Given its similarities to Mark Mylod’s 2022 thriller The Menu, it’s easy to lump Hunger together with the recent raft of eat-the-rich satires that range from Bong Joon-ho’s Parasite and Ruben Östlund’s Triangle of Sadness to Mike White’s heavily memed The White Lotus. The resemblance, however, is only at surface level. Set in a deeply hierarchical and corrupt society, Hunger at its core deals with base human desires and the lengths some are willing to go to to get what they want – and the consequences they ultimately face.
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The film, helmed by Sang Krasue (Inhuman Kiss) director Sitisiri Mongkolsiri, follows an ambitious young hawker-stall cook named Aoy (Chutimon ‘Aokbab’ Chuengcharoensukying) and her tumultuous journey after accepting an invitation to join Hunger, the prestigious private chef team led by ruthless and irascible Chef Paul (Nopachai Jayanama). While the premise may already appeal to those who enjoy watching MasterChef or any of the Gordon Ramsay’s TV franchises, Hunger is less about a celebrity chef putting an aspiring cook through the wringer and more about their shared drive to escape the circumstances of their lives and become ‘somebody’.
As the firstborn of her family, Aoy has to “bear the eldest child’s burden” of taking on the family business and being a second parent to her two younger siblings. In her friends’ eyes, though, she’s lucky because unlike them, she doesn’t have to work a 9 to 5 job for “scraps”. One friend voices a collective despair felt by her generation, speaking volumes about the hopelessness of living in a stratified, materialistic society: “I used to think I’d change the world after graduation. And look where we are. Grinding away in life with no prospects.”
Having come from the same working-class background, Chef Paul learned about class privilege the hard way and came to harbour contempt for the rich from a young age. “Food represents social status, not love… To me, food made with love doesn’t exist,” he tells Aoy. His disdain for the upper classes drove him to work hard to earn the title of ‘the high priest of fine dining’, but it also turned him into the very thing he despises.
As Aoy navigates the social hierarchy within the male-dominated kitchen, she grows closer to Tone (Gunn Svasti), the team’s sous chef who discovered her and became her mentor. Under Chef Paul’s tight rein, they cook for all sorts of VIPs, including crypto brats and illegal poachers. The latter (seemingly inspired by actual events) proves a bit too much for Aoy, who throws in the apron and seeks out Tos (Varit Leesavan), a hotshot restaurateur who promises to make her Thailand’s new culinary star.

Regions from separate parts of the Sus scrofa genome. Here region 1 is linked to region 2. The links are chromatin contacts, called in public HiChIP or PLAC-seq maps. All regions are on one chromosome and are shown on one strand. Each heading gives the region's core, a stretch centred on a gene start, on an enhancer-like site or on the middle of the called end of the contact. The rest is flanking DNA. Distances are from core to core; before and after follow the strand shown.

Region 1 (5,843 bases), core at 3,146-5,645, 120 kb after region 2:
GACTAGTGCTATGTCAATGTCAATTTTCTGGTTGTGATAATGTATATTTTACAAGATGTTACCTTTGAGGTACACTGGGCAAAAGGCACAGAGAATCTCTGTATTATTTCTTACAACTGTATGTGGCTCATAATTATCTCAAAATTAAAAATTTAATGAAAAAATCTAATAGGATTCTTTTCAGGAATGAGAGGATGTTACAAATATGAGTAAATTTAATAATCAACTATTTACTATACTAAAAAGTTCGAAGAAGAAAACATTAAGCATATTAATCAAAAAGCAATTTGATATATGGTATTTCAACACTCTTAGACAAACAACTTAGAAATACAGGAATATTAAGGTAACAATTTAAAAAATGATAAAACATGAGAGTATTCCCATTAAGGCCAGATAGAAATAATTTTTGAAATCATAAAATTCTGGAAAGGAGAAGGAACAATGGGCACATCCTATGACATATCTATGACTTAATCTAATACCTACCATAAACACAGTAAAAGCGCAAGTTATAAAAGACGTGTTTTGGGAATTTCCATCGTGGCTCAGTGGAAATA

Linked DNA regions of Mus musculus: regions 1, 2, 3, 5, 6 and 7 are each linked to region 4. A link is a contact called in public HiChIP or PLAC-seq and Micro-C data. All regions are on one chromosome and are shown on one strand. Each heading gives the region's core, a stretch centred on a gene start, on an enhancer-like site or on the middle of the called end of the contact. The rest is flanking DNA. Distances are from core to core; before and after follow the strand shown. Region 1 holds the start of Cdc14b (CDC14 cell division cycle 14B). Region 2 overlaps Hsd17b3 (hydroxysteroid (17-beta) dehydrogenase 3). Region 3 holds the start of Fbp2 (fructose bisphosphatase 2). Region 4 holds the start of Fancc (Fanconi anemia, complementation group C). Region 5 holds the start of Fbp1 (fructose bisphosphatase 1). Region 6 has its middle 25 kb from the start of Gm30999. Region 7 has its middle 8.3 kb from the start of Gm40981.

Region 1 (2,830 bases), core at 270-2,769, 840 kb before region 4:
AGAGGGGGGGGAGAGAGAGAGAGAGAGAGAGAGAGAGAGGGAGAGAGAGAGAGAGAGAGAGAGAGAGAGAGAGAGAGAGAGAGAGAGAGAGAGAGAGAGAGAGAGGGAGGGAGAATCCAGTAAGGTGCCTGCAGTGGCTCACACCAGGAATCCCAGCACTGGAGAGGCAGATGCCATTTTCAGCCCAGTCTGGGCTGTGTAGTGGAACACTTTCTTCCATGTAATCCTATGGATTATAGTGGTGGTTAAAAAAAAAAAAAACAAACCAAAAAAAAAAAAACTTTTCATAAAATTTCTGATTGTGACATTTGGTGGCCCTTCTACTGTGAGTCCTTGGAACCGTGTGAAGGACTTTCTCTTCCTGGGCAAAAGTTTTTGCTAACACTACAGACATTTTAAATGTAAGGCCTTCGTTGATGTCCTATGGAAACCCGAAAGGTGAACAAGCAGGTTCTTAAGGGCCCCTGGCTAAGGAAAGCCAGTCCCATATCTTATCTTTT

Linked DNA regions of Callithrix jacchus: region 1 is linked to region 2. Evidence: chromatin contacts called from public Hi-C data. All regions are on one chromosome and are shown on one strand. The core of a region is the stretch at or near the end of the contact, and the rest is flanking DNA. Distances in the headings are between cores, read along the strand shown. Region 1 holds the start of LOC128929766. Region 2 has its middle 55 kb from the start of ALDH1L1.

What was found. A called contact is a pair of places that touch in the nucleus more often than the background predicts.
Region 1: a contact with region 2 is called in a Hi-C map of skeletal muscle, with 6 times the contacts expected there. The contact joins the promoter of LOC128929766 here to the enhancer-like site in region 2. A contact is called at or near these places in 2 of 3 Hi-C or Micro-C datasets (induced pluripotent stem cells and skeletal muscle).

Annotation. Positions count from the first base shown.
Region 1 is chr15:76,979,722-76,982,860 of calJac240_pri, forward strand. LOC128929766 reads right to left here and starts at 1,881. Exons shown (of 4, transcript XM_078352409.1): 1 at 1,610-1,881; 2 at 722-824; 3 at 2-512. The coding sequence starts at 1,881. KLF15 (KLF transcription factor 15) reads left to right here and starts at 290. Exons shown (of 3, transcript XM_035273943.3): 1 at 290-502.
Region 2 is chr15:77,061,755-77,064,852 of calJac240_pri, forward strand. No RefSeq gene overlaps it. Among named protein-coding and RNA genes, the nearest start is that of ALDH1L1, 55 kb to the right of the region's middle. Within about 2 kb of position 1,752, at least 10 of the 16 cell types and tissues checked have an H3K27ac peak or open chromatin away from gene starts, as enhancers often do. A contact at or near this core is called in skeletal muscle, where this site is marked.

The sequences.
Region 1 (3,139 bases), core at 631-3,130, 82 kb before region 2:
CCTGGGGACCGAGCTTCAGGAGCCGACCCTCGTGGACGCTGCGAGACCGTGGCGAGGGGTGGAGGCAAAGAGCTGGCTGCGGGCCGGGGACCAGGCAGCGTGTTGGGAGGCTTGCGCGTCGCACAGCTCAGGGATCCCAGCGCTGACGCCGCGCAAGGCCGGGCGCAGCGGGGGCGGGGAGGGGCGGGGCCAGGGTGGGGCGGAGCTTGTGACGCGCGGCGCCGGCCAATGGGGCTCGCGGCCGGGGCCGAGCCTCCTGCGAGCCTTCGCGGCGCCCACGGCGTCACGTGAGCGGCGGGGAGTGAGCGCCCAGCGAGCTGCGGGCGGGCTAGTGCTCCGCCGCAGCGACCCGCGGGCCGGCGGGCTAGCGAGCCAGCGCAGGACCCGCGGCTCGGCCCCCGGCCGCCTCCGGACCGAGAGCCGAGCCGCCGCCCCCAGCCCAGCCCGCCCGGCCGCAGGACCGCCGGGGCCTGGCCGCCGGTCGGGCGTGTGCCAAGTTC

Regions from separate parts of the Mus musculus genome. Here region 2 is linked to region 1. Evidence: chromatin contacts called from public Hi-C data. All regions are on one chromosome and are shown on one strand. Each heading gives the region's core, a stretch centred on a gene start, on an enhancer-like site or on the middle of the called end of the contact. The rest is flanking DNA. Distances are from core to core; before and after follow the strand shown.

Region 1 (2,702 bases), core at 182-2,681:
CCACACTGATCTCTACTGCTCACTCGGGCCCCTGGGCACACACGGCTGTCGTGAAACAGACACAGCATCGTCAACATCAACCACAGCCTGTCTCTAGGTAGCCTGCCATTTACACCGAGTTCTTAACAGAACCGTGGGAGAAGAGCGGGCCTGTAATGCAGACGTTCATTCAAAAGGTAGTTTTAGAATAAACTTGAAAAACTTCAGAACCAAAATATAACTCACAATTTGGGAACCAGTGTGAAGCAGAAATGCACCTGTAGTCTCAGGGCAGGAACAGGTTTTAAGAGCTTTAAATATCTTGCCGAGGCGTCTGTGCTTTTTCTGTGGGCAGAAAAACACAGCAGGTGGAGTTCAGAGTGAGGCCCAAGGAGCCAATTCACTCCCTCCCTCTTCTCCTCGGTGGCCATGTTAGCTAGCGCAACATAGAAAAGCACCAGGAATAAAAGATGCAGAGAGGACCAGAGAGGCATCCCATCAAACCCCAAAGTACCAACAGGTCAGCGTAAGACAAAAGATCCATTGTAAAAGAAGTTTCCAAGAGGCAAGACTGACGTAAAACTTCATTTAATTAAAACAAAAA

Hunger’s third act puts us right in the conflict between the two protagonists. With some orchestrating on Tone’s part, Aoy and Chef Paul reconvene for a final showdown at an opulent birthday bash. Ego clashes as they each rustle up their pièce de résistance, to the delight of elites in garish costume. Once the dust settles, we’re left with the question: has the student finally become the master?
Despite its didactic tendencies (like Aoy’s dad’s comment on overpriced coffee: “I don’t get the modern world”) and the occasional on-the-nose metaphor (the ‘flesh and blood’ themed banquet served at a general’s dinner party), Hunger successfully delves into the human psyche, exposing our intrinsic desires for wealth, status and acceptance at whatever cost. In doing so, it also underscores society’s widening gap between the haves and the have-nots and how privilege is routinely normalised and exploited. With its thought-provoking social commentary and carefully calibrated performances from its cast, you’ll be hard-pressed to find a more poignant Thai film than Hunger this year.
- Director: Sitisiri Mongkolsiri
- Starring: Chutimon Chuengcharoensukying, Nopachai Jayanama, Gunn Svasti
- Release date: April 8 (Netflix)